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Caryl Churchill at her absurd, terrifying, visionary best in this obscure 1997 revival
Kettle kettle blue. Blue kettle. Blue. Ket. Kettle. Blue blue. Kettle. Kettle. Ket. Blue.
If I were to be a real arse I could write this whole review in the style of ‘Blue Kettle’, one of the two short plays making up Caryl Churchill’s rarely-seen double bill ‘Blue Heart’. In it, the words ‘blue’ and ‘kettle’ inexplicably override the dialogue in an already fascinating story about Derek, a con man who somehow tracks mothers who gave their sons up for adoption and poses as their long-lost offspring.
I won’t, but it might be easier than trying to comprehensively dissect a typically audacious work from Churchill, whose writing is so utterly unlike anybody else’s it sometimes feels closer to magic than actual playwriting. Is there an emotional need at the root of Derek’s behaviour? Do the ‘mothers’ really not know? Is the breakdown of language a manifestation of guilt or something more complicated? It’s dazzling, unapolgetic stuff, another sign of how brave the Orange Tree has gotten these days.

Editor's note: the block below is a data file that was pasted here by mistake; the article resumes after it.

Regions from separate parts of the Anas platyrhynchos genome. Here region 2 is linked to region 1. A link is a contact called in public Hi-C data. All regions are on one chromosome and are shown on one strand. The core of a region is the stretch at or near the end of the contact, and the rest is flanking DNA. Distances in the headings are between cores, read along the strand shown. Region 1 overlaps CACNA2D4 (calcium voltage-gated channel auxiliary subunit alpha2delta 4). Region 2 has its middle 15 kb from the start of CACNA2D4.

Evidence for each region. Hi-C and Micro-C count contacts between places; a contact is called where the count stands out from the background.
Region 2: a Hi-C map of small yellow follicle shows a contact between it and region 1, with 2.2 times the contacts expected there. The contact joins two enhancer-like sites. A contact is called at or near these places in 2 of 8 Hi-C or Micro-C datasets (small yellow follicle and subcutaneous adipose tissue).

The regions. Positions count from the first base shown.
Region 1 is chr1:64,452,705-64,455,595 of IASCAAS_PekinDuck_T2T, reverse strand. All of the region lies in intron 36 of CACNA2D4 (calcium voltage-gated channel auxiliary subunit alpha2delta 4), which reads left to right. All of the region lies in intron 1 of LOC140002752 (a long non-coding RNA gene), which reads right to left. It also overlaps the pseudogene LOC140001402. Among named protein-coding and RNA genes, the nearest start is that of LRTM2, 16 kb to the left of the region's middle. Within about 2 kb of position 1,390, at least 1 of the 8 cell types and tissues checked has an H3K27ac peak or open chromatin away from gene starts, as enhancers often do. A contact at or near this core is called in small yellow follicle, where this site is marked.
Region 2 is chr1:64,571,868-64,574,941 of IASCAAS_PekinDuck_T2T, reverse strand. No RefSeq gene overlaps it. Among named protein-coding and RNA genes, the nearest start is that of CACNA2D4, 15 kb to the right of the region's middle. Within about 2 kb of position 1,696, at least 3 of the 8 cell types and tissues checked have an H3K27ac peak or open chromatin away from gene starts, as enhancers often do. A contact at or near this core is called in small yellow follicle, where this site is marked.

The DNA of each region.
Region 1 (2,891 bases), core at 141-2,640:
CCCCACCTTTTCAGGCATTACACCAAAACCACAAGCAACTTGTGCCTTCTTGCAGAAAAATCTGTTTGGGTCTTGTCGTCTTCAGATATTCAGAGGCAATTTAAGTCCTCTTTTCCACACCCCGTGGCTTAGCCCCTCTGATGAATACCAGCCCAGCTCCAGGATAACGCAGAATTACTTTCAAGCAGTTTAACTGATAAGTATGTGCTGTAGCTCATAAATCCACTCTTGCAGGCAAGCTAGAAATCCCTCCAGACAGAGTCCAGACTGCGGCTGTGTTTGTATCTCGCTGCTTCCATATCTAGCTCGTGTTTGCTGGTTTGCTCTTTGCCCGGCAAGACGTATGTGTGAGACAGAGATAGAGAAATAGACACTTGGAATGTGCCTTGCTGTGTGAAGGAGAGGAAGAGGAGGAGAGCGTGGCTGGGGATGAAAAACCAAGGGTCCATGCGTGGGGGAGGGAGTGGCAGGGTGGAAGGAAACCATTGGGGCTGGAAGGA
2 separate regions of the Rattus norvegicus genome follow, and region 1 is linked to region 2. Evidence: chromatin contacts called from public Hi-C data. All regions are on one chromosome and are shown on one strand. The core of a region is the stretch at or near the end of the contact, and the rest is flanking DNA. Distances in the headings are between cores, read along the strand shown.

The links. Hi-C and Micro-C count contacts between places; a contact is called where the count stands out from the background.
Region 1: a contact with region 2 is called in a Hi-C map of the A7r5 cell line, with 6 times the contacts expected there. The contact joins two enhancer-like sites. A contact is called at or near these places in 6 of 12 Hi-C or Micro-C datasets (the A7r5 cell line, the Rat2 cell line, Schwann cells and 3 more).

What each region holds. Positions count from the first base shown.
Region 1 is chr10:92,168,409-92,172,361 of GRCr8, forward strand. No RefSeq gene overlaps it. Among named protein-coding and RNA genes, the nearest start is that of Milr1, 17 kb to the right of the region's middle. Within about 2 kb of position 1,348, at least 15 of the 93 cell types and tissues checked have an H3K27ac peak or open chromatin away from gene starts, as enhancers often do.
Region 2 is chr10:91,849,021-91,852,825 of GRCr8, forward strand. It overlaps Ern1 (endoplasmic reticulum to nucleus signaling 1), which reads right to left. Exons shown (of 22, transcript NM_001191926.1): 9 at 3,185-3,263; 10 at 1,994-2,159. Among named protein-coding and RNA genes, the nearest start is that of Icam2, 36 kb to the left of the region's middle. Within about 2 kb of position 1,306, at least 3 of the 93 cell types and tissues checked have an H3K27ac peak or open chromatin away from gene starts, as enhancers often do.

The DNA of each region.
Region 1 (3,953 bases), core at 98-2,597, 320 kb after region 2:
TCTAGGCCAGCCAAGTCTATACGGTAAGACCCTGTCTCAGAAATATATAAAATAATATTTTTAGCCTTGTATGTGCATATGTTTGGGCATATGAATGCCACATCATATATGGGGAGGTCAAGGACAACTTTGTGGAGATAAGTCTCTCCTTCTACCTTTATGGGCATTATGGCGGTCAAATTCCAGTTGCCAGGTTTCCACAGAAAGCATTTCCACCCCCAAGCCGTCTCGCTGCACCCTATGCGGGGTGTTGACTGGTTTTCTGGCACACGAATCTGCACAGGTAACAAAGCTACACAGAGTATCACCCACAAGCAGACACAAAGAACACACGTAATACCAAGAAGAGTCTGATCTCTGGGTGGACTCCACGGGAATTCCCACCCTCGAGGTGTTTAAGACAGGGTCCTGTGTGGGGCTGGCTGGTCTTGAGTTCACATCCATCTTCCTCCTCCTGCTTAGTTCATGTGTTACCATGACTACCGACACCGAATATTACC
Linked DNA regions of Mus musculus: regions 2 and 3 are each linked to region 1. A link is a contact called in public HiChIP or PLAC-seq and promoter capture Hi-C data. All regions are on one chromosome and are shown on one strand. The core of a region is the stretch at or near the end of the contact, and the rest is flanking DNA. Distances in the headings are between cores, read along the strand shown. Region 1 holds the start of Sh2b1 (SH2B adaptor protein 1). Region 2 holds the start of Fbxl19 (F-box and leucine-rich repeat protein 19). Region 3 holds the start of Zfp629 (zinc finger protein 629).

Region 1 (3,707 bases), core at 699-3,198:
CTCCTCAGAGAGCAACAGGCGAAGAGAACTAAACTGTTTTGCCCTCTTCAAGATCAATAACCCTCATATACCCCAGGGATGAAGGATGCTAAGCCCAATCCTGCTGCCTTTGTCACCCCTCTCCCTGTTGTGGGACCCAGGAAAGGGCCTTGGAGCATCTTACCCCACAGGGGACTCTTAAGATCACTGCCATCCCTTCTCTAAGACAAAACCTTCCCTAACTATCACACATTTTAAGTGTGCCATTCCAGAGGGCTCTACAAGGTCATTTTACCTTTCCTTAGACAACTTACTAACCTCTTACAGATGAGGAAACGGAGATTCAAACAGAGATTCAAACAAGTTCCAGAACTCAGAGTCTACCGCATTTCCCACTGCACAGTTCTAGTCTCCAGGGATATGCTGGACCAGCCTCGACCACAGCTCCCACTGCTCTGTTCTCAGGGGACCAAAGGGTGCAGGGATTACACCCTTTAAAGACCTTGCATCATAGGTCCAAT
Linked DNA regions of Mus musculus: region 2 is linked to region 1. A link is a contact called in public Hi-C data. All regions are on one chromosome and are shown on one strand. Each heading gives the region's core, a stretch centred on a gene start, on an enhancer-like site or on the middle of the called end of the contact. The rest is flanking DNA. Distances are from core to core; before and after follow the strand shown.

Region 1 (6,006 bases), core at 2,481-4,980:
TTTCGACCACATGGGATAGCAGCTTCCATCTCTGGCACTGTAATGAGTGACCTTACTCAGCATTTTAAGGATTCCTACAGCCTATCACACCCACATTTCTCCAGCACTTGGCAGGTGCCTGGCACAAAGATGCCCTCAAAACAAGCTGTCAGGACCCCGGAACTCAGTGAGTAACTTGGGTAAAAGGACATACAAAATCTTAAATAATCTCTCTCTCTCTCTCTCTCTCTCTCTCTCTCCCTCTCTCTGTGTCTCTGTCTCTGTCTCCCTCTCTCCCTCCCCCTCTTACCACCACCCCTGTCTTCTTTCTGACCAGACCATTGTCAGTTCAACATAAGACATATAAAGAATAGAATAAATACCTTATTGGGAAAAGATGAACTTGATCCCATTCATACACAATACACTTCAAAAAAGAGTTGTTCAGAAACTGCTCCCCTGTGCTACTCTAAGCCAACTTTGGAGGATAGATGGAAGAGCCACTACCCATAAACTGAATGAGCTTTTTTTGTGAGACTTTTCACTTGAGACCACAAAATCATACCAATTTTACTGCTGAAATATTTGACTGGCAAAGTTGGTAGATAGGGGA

It’s paired with ‘Heart’s Desire’, a piece both funnier and bleaker in which two elderly parents wait for their daughter’s return from Australia, a scenario that’s played out 27 times with wildly different - in some cases, utterly surreal - permutations. It is funny, often intensely silly, but there’s an icy undercurrent to it, a sense of hopeless dysfunction and failure underpinning the relationships, despite how totally outlandish some of the scenes are.
Churchill's writing is so virtuosic that it dominates everything. But the wrong director could screw it up easily, and David Mercatali’s production is excellent: precise, playful and tough. The excellent ensemble rise to the exorbitant technical demands but also the weighty emotions semi-submerged in the wry, haunting otherness of Churchill’s works.